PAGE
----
HCV incidence and reinfection in HIV negative gay men using PrEP in the Netherlands

Simon Collins, HIV i-Base

A Dutch PrEP study has reported HCV incidence in HIV-negative men that is comparable to previous reports in HIV positive men and with very high rates of HCV reinfection.

Elske Hoornenborg and colleagues reported 12 incident HCV infections (6 new and 6 reinfections) in a cohort of 374 gay men in the Amsterdam PrEP project from August 2015 to December 2017, with a median follow-up of 1.76 patient years (PY) (IQR: 1.57 to 1.98).

This produced an overall incidence rate (IR) of 1.9 per 100 PY (95%CI: 1.1 to 3.4), with IR 1.0/100 PY for incident infections but 25.5/100 PY (95%CI: 11.5 to 56.8) for HCV reinfection.

Characteristics included median age 35 (IQR: 26 to 41), 10/12 were white and 11/12 were using daily PrEP. Median number of partners in previous 3 months was 19 (IQR: 14 to 34) with receptive sex without condoms reported with a median 8 partners (IQR: 3 to 22). Although 9/12 (95%) reported chemsex (use of crystal meth, mephedrone or GHB), information was not included about whether this included shared injections.

Phylogenetic analyses were compared to HIV positive cohorts and other risk groups in the Netherlands, and showed a high degree of clustering (four large clusters, all HCV 1a) between HIV positive and HIV negative gay men, suggesting a shared transmission network.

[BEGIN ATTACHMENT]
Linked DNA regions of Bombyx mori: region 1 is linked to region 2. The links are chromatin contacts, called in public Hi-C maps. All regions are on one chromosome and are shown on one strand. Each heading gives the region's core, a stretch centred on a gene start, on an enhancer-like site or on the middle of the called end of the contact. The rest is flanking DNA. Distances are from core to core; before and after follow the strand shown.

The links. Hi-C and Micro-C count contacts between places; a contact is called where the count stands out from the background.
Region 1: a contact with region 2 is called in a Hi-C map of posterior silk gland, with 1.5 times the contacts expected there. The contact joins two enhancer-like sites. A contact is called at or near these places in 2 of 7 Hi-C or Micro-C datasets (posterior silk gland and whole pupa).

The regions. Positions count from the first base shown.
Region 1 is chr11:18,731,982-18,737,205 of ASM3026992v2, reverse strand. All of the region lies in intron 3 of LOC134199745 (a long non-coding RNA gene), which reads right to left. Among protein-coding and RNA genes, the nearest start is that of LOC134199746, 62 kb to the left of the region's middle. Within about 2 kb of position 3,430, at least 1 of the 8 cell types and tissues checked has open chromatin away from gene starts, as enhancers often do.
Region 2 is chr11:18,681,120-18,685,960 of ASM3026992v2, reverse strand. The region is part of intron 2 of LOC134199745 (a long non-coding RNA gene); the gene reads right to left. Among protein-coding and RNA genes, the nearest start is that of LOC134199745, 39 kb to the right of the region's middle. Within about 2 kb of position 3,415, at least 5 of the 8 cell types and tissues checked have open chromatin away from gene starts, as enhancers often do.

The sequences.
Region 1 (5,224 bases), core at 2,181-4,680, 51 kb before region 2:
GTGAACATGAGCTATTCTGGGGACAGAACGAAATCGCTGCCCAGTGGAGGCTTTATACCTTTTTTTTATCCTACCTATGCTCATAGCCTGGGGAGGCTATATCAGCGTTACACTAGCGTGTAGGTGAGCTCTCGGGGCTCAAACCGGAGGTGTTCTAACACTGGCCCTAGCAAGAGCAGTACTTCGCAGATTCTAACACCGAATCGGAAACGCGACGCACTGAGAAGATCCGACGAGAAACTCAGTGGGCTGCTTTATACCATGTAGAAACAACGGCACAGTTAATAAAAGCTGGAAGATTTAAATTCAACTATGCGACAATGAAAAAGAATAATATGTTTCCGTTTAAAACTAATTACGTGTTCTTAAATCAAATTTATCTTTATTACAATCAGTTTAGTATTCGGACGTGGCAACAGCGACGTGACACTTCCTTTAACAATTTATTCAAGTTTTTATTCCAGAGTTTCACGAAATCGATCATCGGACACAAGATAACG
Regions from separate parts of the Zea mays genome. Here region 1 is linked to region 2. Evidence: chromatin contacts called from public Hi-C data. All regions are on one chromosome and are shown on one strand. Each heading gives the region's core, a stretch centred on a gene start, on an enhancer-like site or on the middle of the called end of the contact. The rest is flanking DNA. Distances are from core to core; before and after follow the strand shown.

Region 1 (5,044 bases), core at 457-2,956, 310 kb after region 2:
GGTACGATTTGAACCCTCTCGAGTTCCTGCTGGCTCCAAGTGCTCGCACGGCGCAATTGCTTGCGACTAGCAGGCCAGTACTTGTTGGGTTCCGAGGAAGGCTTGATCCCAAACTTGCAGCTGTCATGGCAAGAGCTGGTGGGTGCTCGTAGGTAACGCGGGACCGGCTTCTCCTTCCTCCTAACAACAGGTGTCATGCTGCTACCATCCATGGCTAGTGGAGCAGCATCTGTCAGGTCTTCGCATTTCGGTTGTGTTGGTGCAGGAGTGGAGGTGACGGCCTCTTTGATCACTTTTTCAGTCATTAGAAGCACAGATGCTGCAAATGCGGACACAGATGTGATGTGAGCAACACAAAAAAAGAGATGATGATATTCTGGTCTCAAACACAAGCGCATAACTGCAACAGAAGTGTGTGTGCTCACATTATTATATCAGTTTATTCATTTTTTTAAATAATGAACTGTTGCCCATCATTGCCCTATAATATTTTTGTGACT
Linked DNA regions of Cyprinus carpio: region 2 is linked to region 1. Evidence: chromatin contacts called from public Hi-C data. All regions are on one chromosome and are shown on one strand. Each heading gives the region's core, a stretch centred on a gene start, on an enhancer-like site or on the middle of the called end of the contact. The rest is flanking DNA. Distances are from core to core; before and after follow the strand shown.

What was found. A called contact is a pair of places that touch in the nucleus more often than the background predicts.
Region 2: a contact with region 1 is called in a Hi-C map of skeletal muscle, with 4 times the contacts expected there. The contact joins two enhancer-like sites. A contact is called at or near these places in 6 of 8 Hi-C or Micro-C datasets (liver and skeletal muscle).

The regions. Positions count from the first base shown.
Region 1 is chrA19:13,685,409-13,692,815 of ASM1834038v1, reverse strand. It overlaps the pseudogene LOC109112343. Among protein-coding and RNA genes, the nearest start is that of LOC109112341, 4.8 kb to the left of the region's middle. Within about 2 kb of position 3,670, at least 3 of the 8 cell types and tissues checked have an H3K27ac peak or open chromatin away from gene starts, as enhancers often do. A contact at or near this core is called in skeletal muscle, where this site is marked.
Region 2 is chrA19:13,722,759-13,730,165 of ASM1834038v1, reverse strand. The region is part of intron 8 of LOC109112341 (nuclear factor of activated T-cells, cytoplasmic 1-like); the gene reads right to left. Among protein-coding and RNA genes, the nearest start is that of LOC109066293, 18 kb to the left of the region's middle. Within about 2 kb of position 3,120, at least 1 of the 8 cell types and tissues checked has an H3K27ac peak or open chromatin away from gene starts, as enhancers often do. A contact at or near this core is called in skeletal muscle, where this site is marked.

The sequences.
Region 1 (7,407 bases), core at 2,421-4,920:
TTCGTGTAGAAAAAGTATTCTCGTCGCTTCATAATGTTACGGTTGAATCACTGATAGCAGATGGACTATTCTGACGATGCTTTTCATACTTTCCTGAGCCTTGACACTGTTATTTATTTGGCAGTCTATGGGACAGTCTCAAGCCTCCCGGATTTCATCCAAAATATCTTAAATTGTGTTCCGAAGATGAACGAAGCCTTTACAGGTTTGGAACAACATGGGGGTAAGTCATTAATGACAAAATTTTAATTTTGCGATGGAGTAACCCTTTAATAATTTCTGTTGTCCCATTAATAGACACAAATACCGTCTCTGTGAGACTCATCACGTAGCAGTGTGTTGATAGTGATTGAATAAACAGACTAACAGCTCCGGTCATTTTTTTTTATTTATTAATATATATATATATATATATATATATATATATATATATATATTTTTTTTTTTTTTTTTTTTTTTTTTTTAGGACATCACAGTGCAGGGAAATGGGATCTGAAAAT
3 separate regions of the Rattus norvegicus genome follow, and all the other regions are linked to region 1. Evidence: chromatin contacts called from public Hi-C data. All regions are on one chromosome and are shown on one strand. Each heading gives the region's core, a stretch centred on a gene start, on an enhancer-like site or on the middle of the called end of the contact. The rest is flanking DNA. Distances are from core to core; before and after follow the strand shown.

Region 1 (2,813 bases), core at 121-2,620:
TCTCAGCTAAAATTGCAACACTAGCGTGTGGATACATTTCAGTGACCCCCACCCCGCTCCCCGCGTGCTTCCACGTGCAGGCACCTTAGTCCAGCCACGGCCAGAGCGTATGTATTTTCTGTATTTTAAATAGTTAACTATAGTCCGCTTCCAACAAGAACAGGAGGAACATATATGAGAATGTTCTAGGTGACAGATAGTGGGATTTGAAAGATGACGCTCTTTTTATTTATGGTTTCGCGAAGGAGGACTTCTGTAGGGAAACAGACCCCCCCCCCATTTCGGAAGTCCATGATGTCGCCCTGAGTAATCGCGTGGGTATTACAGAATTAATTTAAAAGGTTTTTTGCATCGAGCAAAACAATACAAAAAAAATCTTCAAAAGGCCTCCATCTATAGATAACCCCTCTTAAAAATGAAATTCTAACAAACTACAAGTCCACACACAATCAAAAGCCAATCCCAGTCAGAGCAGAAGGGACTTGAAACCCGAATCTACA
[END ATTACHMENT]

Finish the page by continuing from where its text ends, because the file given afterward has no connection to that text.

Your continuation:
The study emphasised the importance of routine HCV testing and prompt HCV treatment


Unlike the UK, the Netherlands health service includes not only access to effective DAA treatment but repeated access if reinfection occurs.

This is the right public health intervention to HCV prevention if HCV is to be eradicated as an STI for gay men. This is especially true given the difficulty in identifying the exact transmission route, still most likely involving blood-to-blood contact.


Hoornenborg E et al. High incidence of hepatitis C virus (re-)infections among PrEP users in the Netherlands: Implications for prevention, monitoring and treatment. AIDS 2018, 23-27 July 2018, Amsterdam. Poster TUPEB038.

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